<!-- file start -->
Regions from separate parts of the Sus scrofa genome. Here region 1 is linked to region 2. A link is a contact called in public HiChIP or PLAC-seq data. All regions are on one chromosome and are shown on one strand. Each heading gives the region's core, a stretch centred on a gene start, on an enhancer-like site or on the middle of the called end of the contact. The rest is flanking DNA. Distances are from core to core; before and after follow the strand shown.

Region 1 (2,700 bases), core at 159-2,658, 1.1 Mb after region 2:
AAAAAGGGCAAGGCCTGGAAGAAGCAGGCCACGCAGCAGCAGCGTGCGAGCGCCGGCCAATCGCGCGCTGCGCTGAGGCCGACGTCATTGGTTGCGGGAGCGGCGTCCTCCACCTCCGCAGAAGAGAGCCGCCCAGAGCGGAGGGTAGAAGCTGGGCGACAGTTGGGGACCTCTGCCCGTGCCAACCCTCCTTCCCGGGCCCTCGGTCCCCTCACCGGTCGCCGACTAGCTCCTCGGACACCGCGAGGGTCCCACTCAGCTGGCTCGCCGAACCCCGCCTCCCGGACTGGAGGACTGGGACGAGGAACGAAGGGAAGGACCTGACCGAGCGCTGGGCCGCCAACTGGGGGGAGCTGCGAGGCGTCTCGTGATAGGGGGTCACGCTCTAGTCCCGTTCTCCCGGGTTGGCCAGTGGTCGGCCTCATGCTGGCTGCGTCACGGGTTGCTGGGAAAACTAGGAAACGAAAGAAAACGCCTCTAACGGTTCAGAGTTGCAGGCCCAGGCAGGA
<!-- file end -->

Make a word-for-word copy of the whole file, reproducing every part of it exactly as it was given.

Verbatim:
Regions from separate parts of the Sus scrofa genome. Here region 1 is linked to region 2. A link is a contact called in public HiChIP or PLAC-seq data. All regions are on one chromosome and are shown on one strand. Each heading gives the region's core, a stretch centred on a gene start, on an enhancer-like site or on the middle of the called end of the contact. The rest is flanking DNA. Distances are from core to core; before and after follow the strand shown.

Region 1 (2,700 bases), core at 159-2,658, 1.1 Mb after region 2:
AAAAAGGGCAAGGCCTGGAAGAAGCAGGCCACGCAGCAGCAGCGTGCGAGCGCCGGCCAATCGCGCGCTGCGCTGAGGCCGACGTCATTGGTTGCGGGAGCGGCGTCCTCCACCTCCGCAGAAGAGAGCCGCCCAGAGCGGAGGGTAGAAGCTGGGCGACAGTTGGGGACCTCTGCCCGTGCCAACCCTCCTTCCCGGGCCCTCGGTCCCCTCACCGGTCGCCGACTAGCTCCTCGGACACCGCGAGGGTCCCACTCAGCTGGCTCGCCGAACCCCGCCTCCCGGACTGGAGGACTGGGACGAGGAACGAAGGGAAGGACCTGACCGAGCGCTGGGCCGCCAACTGGGGGGAGCTGCGAGGCGTCTCGTGATAGGGGGTCACGCTCTAGTCCCGTTCTCCCGGGTTGGCCAGTGGTCGGCCTCATGCTGGCTGCGTCACGGGTTGCTGGGAAAACTAGGAAACGAAAGAAAACGCCTCTAACGGTTCAGAGTTGCAGGCCCAGGCAGGA